More reading: What is the difference between “likelihood” and “probability”? (Cross Validated)

Q13: What is deep learning, and how does it contrast with other machine learning algorithms?

Answer: Deep learning is a subset of machine learning that is concerned with neural networks: how to use backpropagation and certain principles from neuroscience to more accurately model large sets of unlabelled or semi-structured data. In that sense, deep learning represents an unsupervised learning algorithm that learns representations of data through the use of neural nets.

More reading: Deep learning (Wikipedia)

Q14: What’s the difference between a generative and discriminative model?

Answer: A generative model will learn categories of data while a discriminative model will simply learn the distinction between different categories of data. Discriminative models will generally outperform generative models on classification tasks.

More reading: What is the difference between a Generative and Discriminative Algorithm? (Stack Overflow)

Q15: What cross-validation technique would you use on a time series dataset?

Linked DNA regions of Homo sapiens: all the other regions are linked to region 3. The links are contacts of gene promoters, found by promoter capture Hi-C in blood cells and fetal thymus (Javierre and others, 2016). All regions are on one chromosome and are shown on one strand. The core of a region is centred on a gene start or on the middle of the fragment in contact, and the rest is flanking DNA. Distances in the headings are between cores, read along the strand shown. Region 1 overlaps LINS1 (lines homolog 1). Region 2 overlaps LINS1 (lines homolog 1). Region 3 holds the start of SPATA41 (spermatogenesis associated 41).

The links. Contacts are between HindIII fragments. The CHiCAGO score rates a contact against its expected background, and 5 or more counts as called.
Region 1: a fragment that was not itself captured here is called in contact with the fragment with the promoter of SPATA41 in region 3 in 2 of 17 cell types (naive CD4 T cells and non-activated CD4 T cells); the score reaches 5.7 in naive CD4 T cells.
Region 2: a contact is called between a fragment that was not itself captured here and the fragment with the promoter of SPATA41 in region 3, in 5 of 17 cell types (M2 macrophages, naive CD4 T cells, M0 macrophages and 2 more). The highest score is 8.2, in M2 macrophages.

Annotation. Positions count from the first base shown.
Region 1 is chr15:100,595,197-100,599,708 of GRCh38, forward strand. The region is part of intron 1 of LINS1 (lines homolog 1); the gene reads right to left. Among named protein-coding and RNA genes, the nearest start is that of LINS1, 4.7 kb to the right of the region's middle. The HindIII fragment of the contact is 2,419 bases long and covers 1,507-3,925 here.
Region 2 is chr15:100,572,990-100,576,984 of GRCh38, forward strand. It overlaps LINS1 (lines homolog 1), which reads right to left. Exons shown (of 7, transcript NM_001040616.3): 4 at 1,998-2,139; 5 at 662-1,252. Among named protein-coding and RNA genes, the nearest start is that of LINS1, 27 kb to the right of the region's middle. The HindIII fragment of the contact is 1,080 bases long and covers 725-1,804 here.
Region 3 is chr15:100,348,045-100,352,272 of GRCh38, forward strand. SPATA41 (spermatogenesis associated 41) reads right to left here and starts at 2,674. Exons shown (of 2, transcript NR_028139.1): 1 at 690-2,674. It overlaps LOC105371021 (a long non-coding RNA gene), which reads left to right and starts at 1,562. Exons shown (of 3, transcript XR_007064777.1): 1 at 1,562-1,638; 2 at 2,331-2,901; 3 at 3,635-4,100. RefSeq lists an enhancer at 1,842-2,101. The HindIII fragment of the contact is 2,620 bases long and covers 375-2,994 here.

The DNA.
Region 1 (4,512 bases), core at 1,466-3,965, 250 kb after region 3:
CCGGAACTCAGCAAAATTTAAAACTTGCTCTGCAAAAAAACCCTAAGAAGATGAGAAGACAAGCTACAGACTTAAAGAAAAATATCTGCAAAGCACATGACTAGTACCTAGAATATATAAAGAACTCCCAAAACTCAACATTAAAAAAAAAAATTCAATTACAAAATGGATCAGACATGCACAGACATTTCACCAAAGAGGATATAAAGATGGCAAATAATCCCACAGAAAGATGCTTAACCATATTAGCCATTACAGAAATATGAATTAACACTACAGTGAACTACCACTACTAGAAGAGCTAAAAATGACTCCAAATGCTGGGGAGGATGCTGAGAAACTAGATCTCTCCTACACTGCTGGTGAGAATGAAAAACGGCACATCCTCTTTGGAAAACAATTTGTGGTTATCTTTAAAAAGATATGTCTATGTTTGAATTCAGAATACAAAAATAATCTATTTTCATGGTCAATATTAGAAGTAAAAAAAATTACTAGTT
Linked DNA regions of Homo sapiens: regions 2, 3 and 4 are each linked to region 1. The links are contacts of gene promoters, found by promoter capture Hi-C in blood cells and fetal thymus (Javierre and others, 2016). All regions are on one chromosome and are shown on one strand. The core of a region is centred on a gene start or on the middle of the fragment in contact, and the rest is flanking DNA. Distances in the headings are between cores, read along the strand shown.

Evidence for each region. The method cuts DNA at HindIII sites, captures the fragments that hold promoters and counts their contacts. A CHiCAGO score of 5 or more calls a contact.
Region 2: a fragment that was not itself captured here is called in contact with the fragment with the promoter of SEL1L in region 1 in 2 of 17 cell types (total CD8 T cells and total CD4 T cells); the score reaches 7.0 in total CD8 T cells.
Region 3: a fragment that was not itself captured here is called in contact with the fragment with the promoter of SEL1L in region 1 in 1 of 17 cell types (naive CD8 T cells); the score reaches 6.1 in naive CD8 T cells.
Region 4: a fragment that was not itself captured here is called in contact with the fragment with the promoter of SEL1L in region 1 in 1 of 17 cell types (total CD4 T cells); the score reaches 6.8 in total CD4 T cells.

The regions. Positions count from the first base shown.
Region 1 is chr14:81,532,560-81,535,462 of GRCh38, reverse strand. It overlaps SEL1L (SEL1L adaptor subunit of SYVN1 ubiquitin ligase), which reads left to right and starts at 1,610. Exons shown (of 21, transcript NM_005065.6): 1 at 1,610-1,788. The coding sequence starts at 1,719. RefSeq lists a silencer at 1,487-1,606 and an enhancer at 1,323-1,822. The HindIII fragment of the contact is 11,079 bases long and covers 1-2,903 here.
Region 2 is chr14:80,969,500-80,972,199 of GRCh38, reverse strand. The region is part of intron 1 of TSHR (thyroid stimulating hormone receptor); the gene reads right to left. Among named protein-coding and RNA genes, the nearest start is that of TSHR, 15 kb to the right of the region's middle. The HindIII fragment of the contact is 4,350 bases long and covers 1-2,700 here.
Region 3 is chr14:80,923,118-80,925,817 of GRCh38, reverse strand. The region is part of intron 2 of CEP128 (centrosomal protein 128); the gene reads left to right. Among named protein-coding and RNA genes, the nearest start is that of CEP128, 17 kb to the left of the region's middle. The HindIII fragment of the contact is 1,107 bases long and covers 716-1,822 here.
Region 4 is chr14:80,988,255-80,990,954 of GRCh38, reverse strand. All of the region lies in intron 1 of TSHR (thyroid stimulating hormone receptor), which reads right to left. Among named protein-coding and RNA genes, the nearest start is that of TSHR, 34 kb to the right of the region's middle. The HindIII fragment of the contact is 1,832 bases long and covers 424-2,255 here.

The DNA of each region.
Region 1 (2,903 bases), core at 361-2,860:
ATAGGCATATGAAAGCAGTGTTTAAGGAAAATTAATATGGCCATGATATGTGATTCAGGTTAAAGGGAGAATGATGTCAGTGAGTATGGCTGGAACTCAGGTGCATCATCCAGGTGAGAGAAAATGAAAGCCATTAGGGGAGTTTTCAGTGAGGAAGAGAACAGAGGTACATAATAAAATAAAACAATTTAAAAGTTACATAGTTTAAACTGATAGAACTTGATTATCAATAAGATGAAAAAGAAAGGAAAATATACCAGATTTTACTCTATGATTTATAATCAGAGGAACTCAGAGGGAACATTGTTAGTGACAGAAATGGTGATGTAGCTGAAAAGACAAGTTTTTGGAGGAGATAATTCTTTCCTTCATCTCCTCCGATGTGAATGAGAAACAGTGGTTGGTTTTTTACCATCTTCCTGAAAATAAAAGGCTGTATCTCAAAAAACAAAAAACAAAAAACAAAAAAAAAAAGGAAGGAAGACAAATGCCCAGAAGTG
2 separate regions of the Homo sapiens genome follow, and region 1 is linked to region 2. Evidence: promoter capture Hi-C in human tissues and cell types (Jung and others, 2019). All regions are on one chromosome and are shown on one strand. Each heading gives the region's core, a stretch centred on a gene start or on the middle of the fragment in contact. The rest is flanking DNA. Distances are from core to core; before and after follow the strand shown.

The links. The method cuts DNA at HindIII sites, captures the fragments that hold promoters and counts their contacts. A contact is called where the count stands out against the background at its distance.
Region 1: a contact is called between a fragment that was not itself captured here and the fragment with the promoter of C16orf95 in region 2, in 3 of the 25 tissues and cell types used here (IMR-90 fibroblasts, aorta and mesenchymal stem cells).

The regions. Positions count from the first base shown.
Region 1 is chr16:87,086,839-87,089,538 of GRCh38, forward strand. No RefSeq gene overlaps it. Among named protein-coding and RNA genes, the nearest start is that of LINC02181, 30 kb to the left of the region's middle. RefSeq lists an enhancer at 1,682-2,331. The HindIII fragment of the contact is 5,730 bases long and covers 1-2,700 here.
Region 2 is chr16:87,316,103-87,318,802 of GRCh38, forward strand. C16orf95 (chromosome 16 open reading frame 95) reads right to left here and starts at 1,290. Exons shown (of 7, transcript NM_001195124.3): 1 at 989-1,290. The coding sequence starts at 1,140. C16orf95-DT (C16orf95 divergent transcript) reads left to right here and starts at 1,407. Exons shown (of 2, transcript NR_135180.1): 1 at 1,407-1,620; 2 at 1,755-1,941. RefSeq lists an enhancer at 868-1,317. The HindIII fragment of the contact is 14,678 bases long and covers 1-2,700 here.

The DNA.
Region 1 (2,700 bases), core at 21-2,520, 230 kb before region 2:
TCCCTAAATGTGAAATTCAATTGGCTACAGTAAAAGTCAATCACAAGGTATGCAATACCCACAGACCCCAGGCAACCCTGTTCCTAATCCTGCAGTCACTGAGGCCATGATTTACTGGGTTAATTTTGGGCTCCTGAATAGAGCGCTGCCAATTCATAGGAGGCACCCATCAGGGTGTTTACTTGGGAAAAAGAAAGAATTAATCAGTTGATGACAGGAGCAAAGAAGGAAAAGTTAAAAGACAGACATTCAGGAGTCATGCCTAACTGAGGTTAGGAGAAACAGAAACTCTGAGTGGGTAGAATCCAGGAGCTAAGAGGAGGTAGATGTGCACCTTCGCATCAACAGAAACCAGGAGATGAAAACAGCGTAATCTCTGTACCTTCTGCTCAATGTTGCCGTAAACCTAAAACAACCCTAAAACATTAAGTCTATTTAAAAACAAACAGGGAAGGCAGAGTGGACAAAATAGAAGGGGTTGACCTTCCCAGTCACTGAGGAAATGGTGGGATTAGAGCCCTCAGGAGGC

Answer: Instead of using standard k-folds cross-validation, you have to pay attention to the fact that a time series is not randomly distributed data—it is inherently ordered by chronological order. If a pattern emerges in later time periods, for example, your model may still pick up on it even if that effect doesn’t hold in earlier years!

You’ll want to do something like forward chaining where you’ll be able to model on past data then look at forward-facing data.

  • Fold 1 : training [1], test [2]
  • Fold 2 : training [1 2], test [3]
  • Fold 3 : training [1 2 3], test [4]
  • Fold 4 : training [1 2 3 4], test [5]
  • Fold 5 : training [1 2 3 4 5], test [6]

More reading: Using k-fold cross-validation for time-series model selection (CrossValidated)

Q16: How is a decision tree pruned?

Answer: Pruning is what happens in decision trees when branches that have weak predictive power are removed in order to reduce the complexity of the model and increase the predictive accuracy of a decision tree model. Pruning can happen bottom-up and top-down, with approaches such as reduced error pruning and cost complexity pruning.

Reduced error pruning is perhaps the simplest version: replace each node. If it doesn’t decrease predictive accuracy, keep it pruned. While simple, this heuristic actually comes pretty close to an approach that would optimize for maximum accuracy.

More reading: Pruning (decision trees)

Q17: Which is more important to you: model accuracy or model performance?

Answer: Such machine learning interview questions tests your grasp of the nuances of machine learning model performance! Machine learning interview questions often look towards the details. There are models with higher accuracy that can perform worse in predictive power—how does that make sense?